Jack Sovelove earns honorable mention for his artwork in the 2010 statewide Voters’ Pamphlet

Jack Sovelove and Secretary of State, Sam Reed - Cali Bagby
Jack Sovelove and Secretary of State, Sam Reed
— image credit: Cali Bagby

By Cali Bagby

Principal Linda Martin stood in front of students at Lopez Elementary School and told them, “This is something that you’ll grow up and you’ll tell people about.”

The students were waiting for Secretary of State, Sam Reed to present fifth grader Jack Sovelove with a certificate of award and honorable mention for his art featured in the 3.5 million copies of the 2010 statewide Voters’ Pamphlet.

In honor of 100 years of women’s suffrage in Washington state, the contest theme was “Women’s Votes. Women’s Voices.”

The drawing, displayed on the Kids can vote page inside the pamphlet, depicts a women with the image of American flags in the reflection of her sunglasses.

Sovelove says that back in September, he was surprised to learn his photo was in the pamphlet.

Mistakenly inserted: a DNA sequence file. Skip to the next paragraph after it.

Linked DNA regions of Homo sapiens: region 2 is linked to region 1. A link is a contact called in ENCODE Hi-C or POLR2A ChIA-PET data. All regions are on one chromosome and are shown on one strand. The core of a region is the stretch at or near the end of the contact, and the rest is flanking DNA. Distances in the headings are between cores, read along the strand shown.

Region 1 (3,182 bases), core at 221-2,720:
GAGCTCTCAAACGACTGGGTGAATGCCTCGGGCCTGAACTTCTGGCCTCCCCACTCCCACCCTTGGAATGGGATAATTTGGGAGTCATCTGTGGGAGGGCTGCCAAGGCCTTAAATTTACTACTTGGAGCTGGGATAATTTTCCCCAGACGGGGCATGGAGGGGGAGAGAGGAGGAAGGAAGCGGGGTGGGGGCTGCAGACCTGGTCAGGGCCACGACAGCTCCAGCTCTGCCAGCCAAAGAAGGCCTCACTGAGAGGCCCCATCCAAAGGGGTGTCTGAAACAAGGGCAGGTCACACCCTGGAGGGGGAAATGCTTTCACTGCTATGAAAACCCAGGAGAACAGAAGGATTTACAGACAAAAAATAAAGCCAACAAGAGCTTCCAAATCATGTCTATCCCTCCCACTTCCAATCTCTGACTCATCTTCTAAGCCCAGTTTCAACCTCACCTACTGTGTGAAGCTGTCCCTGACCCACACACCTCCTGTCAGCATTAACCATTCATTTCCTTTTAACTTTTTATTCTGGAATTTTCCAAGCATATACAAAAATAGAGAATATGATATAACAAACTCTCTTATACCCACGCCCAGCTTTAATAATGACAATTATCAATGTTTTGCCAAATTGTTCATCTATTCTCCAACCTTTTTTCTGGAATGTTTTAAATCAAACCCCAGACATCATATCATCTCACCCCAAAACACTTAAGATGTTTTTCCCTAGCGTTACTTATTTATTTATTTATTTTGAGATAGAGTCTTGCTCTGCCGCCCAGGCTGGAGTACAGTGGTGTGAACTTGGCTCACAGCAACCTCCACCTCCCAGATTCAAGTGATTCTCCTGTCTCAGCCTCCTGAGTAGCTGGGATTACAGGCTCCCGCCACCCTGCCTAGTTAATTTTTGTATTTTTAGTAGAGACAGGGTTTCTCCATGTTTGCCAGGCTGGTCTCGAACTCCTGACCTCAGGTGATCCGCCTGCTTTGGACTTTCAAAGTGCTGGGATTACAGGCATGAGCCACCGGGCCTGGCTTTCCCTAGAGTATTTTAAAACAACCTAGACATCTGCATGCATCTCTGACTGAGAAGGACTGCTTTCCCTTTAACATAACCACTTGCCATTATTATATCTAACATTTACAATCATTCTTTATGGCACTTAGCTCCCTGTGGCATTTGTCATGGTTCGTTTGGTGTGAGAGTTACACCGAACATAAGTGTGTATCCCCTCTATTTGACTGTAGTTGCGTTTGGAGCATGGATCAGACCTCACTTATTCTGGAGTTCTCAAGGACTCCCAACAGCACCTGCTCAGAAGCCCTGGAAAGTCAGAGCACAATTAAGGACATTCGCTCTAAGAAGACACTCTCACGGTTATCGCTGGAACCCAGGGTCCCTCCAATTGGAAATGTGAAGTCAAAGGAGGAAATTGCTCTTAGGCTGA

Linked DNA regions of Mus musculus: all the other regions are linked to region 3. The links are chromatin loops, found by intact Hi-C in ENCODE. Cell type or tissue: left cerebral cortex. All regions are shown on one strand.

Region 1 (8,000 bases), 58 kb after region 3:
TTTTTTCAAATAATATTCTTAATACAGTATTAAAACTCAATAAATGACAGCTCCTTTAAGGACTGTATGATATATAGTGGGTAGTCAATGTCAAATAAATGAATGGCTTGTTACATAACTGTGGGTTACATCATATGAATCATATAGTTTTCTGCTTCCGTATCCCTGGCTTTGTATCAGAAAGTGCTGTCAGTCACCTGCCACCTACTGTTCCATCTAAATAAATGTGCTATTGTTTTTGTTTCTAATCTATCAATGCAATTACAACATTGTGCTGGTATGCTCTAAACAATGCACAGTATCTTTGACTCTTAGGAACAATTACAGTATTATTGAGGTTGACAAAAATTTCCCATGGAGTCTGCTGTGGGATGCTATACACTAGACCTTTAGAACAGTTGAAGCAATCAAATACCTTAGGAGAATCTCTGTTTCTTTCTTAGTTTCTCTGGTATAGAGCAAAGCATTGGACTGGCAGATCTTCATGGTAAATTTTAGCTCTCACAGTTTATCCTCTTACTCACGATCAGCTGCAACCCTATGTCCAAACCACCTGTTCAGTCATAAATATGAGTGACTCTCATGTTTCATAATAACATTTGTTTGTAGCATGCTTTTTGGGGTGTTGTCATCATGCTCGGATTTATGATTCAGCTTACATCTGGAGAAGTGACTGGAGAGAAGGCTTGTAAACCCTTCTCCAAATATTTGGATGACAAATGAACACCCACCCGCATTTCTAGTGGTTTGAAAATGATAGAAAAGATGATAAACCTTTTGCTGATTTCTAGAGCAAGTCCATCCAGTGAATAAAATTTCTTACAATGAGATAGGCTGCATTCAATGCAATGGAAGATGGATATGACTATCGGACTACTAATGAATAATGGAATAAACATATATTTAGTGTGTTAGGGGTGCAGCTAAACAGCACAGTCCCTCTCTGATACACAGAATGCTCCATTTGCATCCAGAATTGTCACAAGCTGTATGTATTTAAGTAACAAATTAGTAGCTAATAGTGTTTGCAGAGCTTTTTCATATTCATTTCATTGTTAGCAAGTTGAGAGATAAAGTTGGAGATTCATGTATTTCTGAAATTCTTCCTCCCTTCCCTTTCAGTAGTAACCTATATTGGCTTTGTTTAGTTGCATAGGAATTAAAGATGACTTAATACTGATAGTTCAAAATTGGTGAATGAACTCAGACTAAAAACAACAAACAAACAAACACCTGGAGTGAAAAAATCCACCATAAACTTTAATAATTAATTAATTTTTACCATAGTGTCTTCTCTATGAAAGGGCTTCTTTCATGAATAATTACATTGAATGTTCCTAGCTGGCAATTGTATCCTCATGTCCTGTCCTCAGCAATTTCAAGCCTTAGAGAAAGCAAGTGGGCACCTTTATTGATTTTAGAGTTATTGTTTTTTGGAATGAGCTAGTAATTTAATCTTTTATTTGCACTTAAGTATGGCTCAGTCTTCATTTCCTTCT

He didn’t even know his teacher had submitted his art. Then in November he received  phone calls from grandparents and cousins off island who have seen the pamphlet.

If he realizes how widely distributed his work is, he doesn’t show it.

“I was just trying to get the assignment done,” Sovelove said with a shrug.

Sovelove likes to draw cartoons and animation and is a fan of Matt Groening of “The Simpsons” and Gary Larson of the “Far Side.”

Soveleve’s father Steve Sovelove said his son gets his artistic talent from a little bit of both sides of the family.

“I’m very proud of him,” said his mother Alisa Ball.

When Reed arrived at the school he told the students   how amazed he was by the  drawings submitted for the contest.

About 300 students took part of last year’s contest.

“We’ve been doing this few years,” said Reed. “We like to get involved with young people.”

Students and faculty clapped as Reed presented  Sovelove the official certificate of award.

“I’m proud to present this certificate,” said Reed shaking Sovelove’s hand.

“I would frame it,” suggested one student as several fifth graders crowded around Sovelove to admire the document and run their fingers over the golden seal.

For information about next year’s contest visit

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